Enhancing Diversity and fighting against Discrimination

Case studies

The use of case studies is a valuable pedagogical and analytical tool used mostly in the training programme to gain a clear understanding of situations of discrimination that migrants and professionals could encounter.
The case studies are examples of real life situations linked to discrimination faced by young graduate migrants and low-qualified migrant women. There are different nuances and levels of discrimination that can be exemplified in these situations: they can show direct, indirect and systemic discrimination, they can highlight acts that can obviously be qualified as illegal but also, cases where people simply sense unequal treatment and/or where they develop defensive attitudes to prevent acts of discrimination. Throughout, it is essential to highlight that discrimination can not only be explained through the law but also how its cause can often be explained sociologically or historically. Given that discrimination is a catalyst of exclusion and reduction of well-being, it is essential that that the proposed solutions to these case studies take a capacity building approach. Finally, these case studies can be presented through a problem-solving approach:

  1. Identify the problem,
  2. Identify possible plans,
  3. Make hypothesis (what could happen if…),
  4. Define the strategy, and when possible,
  5. Measure the strategy’s results.

Trainers and facilitators are advised to collect these case studies prior to the session, through interviews with the relevant actors, or during the preliminary sessions, through discussion with the participants (“can you give an example of discrimination faced by a person you met in the framework of your professional activity?”). These cases can then be used to propose possible solutions and methods to overcome the acts of discrimination.


1) A young graduate migrant’s job interview
C. is a young man from Mali, who graduated in electronic engineering in France. During a job interview, an employer asked him about his family and affective environment. The employer explained to C. his doubts about C.’s stability in the company, because of his personal relationships in his country of origin. You are a job counsellor specialised in supporting young executives. During an assessment interview, C. explains you what happened in this interview.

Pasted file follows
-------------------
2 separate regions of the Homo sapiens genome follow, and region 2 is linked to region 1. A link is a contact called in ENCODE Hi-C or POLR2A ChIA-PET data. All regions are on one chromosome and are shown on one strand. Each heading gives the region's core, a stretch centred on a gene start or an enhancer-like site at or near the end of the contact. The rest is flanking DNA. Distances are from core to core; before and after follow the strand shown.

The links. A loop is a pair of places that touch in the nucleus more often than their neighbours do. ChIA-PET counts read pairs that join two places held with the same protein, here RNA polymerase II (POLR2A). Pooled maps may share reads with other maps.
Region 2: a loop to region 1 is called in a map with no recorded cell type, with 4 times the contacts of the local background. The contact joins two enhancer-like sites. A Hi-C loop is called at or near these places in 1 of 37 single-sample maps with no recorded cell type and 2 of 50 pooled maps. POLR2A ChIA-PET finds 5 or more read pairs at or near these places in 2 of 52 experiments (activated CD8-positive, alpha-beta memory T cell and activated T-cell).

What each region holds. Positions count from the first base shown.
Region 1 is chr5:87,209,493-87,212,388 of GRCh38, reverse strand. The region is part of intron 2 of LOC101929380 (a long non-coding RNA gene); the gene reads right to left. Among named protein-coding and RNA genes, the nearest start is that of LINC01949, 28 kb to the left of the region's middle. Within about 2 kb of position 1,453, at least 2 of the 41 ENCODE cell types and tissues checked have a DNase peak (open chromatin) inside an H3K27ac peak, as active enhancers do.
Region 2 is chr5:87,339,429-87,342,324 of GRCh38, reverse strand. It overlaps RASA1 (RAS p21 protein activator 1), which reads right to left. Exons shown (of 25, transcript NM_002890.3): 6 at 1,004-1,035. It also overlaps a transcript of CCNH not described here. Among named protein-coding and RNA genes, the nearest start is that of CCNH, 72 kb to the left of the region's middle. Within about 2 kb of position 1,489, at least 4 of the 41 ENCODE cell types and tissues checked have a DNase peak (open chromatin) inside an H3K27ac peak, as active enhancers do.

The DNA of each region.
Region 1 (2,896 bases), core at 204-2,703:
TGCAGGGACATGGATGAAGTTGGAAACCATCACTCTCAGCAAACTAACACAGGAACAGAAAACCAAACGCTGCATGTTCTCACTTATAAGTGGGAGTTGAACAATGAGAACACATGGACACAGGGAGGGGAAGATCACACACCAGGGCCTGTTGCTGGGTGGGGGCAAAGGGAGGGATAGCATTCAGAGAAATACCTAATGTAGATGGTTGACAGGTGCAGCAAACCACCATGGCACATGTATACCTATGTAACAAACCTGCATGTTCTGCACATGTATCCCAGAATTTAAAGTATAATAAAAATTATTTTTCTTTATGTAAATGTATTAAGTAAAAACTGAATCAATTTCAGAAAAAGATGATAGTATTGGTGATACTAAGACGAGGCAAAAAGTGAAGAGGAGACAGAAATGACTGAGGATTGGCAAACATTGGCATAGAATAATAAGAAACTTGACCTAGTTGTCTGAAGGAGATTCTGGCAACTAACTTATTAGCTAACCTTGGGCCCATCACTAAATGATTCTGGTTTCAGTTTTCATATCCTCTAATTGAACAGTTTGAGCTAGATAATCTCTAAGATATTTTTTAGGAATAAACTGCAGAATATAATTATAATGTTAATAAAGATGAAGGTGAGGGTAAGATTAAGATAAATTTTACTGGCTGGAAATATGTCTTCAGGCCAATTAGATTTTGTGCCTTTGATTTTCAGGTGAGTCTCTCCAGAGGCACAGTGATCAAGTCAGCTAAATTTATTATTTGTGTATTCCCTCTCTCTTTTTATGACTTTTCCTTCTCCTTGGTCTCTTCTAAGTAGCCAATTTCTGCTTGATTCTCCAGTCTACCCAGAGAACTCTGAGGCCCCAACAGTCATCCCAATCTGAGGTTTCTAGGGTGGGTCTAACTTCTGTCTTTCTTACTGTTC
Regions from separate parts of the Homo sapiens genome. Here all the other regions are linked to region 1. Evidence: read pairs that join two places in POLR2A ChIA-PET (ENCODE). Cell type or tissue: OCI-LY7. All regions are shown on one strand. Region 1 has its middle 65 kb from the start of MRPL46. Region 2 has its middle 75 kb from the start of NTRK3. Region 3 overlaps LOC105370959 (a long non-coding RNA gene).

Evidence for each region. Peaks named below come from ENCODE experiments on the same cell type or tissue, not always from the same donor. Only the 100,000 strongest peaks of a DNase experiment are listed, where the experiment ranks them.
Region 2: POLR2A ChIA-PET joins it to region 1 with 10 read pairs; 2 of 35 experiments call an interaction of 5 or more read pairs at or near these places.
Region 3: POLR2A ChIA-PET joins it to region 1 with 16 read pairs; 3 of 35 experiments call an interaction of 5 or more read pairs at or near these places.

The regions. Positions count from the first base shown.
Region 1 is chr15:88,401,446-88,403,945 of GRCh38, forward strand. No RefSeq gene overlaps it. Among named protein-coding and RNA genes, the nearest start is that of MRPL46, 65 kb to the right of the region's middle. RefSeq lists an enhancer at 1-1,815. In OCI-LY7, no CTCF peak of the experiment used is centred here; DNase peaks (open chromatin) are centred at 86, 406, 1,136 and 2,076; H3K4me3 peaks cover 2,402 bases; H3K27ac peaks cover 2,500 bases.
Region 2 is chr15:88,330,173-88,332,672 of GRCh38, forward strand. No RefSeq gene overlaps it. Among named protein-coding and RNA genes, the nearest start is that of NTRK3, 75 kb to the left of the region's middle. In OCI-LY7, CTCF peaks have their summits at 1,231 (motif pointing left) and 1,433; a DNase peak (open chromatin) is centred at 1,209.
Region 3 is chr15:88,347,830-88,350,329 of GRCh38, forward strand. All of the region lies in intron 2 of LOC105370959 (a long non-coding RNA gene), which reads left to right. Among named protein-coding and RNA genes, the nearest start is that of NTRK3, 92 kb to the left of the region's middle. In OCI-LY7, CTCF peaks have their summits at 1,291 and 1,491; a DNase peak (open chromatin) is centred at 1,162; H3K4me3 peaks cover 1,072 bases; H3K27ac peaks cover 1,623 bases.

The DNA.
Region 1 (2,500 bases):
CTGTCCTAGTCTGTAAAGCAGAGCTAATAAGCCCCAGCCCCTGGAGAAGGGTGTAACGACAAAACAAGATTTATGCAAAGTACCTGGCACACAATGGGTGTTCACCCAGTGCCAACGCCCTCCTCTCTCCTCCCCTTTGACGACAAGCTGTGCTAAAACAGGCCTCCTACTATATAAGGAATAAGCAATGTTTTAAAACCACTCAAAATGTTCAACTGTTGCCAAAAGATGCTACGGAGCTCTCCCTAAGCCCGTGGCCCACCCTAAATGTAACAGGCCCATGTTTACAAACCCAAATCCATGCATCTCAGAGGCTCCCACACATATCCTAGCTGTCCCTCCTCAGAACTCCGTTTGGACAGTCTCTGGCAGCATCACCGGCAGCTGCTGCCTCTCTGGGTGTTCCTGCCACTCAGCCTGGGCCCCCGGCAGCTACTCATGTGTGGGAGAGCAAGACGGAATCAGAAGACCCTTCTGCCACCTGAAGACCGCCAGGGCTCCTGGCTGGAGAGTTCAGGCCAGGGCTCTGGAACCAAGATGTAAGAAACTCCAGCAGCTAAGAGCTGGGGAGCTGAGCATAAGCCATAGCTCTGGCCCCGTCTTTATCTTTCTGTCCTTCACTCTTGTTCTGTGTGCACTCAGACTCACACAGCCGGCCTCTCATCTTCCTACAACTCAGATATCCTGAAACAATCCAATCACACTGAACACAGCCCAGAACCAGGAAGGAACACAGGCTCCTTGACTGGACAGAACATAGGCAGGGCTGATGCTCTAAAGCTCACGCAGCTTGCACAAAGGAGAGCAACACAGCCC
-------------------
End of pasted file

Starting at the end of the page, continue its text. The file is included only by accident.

• In your opinion, is this a well-conducted job interview?
  • Which is your reaction when C. tells you about this experience?
  • Which is your role/what can you do in this situation?

Key-topics to discuss with the group: what a well-conducted job interview involves, deconstructing the prejudice of migrants’ instability, helping job-seekers to prepare answers to such questions, possible ways of investigating the company’s hiring procedures…

2) The professional career of a young immigrant mother
V. is a young Bolivian woman, who graduated from a Business School. She met big difficulties in her job search. She believes that her foreign nationality and her status of young single mother dissuade her potential employers. After a year of unsuccessful searches, she obtained a temporary contract as an administrative assistant in a SME. In order to increase her chances of getting the job, she hid her status as a mother during the job interview and afterwards, from her supervisor and colleagues. Once her temporary contract ended, the company offered her a permanent contract and asked her to prepare the necessary administrative documents, including a social security certificate. V. asks the Social Security office to erase the references to her child in the certificate. You are the staff representative in this company and V. tells you about this situation.

  • In your opinion, are there discrimination issues in this situation?
  • What is your reaction to this story?
  • What is your role/What can you do in this situation?

Key-topics to discuss with the group: discrimination and downgrade, psychological effects and self-presentation strategies coming from an experience of discrimination and exclusion, private life and job interviews, how to support workers’ access rights without exposing them directly…


Lifelong Learning Programme

This project has been funded
with support from the European Commission.
Theses publications reflect the views only of the authors, and the Commission cannot be held responsible for any use which may be made of the information contained therein.

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